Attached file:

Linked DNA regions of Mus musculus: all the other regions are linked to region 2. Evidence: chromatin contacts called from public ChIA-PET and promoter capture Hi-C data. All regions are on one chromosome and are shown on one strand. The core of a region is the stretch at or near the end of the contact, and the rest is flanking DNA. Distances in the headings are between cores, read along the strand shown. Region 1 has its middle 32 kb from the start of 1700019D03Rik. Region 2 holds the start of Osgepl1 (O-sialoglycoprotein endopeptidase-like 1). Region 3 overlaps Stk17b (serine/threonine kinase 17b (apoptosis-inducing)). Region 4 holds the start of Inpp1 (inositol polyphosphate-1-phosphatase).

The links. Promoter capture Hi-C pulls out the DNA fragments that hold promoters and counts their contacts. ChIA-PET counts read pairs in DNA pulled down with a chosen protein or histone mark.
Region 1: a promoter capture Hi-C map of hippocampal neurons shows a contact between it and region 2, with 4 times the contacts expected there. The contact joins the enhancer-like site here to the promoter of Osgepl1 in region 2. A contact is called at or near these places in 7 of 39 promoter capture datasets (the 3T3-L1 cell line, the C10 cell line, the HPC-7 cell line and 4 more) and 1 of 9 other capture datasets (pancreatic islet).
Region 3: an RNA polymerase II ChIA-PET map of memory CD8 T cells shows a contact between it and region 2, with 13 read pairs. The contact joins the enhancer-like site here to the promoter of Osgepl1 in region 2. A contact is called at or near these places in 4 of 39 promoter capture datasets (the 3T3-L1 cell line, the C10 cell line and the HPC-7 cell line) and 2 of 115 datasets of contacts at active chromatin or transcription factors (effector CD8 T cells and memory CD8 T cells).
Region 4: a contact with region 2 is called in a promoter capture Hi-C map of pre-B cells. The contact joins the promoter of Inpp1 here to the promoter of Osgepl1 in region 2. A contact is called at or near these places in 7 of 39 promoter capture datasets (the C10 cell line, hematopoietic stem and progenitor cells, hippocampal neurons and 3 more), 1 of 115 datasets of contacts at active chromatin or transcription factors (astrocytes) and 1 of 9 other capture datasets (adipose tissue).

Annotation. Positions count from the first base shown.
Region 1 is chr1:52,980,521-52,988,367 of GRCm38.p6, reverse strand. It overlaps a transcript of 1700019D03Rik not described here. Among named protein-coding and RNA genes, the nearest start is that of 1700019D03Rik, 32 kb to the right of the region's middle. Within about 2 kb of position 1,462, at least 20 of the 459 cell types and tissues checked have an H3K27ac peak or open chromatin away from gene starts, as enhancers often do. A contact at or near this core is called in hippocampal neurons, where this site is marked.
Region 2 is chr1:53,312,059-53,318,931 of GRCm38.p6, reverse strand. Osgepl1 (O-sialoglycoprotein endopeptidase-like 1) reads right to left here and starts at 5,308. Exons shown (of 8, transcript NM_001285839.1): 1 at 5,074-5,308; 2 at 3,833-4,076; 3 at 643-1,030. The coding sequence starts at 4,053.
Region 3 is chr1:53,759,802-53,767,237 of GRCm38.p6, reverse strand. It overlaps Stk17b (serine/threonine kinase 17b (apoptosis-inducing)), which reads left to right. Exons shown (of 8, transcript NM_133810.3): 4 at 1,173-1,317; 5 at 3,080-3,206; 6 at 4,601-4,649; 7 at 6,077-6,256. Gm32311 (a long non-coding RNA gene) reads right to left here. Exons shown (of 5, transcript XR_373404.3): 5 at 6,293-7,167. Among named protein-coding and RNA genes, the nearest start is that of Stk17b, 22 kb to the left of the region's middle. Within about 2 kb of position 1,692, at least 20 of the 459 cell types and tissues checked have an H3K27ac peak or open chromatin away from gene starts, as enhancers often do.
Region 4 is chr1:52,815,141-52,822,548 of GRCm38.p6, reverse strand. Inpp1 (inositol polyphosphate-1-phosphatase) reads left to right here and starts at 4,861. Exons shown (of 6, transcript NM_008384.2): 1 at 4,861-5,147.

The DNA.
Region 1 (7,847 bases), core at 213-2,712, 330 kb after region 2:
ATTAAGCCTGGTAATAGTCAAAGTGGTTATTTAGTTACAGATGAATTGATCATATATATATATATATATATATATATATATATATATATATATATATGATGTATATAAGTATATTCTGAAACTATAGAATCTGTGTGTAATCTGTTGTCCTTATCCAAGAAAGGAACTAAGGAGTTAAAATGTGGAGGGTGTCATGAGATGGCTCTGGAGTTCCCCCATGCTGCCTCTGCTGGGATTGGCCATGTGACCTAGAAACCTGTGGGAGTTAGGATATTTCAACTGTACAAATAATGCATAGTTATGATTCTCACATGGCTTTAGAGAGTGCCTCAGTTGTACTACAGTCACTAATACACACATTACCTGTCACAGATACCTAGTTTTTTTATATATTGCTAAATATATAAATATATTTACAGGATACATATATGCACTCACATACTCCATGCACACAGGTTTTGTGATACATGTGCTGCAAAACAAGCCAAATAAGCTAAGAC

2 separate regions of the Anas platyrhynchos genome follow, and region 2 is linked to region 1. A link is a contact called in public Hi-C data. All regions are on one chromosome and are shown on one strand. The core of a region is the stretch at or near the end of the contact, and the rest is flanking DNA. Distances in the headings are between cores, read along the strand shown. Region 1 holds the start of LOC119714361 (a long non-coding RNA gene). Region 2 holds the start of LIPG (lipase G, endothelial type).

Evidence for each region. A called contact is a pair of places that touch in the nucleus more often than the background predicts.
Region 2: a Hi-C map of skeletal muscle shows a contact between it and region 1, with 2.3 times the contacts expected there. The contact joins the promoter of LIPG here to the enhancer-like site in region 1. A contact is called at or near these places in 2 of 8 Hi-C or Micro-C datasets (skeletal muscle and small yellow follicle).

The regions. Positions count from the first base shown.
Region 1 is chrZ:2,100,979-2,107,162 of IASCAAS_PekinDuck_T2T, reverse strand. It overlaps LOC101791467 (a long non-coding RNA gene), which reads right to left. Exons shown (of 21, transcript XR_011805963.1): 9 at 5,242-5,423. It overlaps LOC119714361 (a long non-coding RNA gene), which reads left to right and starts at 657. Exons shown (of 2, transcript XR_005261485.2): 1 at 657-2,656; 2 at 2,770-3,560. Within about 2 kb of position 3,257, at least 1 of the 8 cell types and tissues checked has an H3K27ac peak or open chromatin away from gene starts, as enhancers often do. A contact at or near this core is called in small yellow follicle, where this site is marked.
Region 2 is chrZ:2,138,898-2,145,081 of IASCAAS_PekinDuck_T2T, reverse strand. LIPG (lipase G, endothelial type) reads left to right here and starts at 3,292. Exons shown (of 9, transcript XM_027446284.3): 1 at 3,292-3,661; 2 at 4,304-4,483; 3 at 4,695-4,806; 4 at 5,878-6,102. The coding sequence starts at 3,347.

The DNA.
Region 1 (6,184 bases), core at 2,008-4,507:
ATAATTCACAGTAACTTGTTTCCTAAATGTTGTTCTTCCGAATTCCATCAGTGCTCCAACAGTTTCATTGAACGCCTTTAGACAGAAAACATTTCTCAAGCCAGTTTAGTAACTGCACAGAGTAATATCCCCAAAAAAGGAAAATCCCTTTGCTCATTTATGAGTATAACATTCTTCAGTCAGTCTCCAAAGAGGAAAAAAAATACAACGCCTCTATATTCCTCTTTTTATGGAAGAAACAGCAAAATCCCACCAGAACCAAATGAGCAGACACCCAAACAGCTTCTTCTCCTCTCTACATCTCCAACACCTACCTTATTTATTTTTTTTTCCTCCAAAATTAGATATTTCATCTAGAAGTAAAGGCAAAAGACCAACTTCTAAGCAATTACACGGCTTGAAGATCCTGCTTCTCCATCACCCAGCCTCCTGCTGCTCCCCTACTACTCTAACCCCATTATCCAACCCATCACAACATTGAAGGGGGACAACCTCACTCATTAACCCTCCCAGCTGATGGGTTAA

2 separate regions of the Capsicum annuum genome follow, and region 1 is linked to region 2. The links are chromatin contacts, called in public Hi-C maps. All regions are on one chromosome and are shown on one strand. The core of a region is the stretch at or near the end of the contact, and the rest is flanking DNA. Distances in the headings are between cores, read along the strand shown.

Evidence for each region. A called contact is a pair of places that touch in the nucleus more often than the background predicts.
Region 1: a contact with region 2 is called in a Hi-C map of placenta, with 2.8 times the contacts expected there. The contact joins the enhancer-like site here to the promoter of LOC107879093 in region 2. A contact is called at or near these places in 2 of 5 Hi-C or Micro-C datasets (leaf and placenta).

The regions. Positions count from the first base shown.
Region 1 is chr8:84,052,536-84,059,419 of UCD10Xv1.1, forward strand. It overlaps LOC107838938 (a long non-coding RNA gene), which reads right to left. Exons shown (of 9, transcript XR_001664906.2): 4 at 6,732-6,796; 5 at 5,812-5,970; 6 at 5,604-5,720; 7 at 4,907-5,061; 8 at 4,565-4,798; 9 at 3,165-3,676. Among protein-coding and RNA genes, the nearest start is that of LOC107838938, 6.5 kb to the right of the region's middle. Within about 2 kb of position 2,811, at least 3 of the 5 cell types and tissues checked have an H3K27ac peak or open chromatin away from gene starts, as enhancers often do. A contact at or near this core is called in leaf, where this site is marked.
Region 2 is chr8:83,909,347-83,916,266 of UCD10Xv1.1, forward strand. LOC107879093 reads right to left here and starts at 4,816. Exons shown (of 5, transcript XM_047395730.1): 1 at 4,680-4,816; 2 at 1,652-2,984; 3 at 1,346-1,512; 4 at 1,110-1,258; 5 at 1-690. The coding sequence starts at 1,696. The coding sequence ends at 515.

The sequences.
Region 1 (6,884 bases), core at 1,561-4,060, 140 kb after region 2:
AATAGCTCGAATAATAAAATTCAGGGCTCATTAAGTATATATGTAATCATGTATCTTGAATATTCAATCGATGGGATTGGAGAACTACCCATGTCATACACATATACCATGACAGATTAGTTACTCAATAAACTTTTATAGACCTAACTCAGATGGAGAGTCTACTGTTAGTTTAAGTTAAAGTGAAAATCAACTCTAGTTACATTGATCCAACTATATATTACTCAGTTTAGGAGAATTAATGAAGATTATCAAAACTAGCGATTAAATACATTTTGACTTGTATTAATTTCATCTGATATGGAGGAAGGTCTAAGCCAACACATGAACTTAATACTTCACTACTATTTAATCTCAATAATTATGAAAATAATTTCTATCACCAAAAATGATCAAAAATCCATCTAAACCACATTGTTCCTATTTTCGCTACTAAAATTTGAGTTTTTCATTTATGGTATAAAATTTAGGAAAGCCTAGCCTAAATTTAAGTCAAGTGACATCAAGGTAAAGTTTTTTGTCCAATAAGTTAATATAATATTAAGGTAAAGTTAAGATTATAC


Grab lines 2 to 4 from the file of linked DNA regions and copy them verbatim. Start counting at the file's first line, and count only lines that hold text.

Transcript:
The links. Promoter capture Hi-C pulls out the DNA fragments that hold promoters and counts their contacts. ChIA-PET counts read pairs in DNA pulled down with a chosen protein or histone mark.
Region 1: a promoter capture Hi-C map of hippocampal neurons shows a contact between it and region 2, with 4 times the contacts expected there. The contact joins the enhancer-like site here to the promoter of Osgepl1 in region 2. A contact is called at or near these places in 7 of 39 promoter capture datasets (the 3T3-L1 cell line, the C10 cell line, the HPC-7 cell line and 4 more) and 1 of 9 other capture datasets (pancreatic islet).
Region 3: an RNA polymerase II ChIA-PET map of memory CD8 T cells shows a contact between it and region 2, with 13 read pairs. The contact joins the enhancer-like site here to the promoter of Osgepl1 in region 2. A contact is called at or near these places in 4 of 39 promoter capture datasets (the 3T3-L1 cell line, the C10 cell line and the HPC-7 cell line) and 2 of 115 datasets of contacts at active chromatin or transcription factors (effector CD8 T cells and memory CD8 T cells).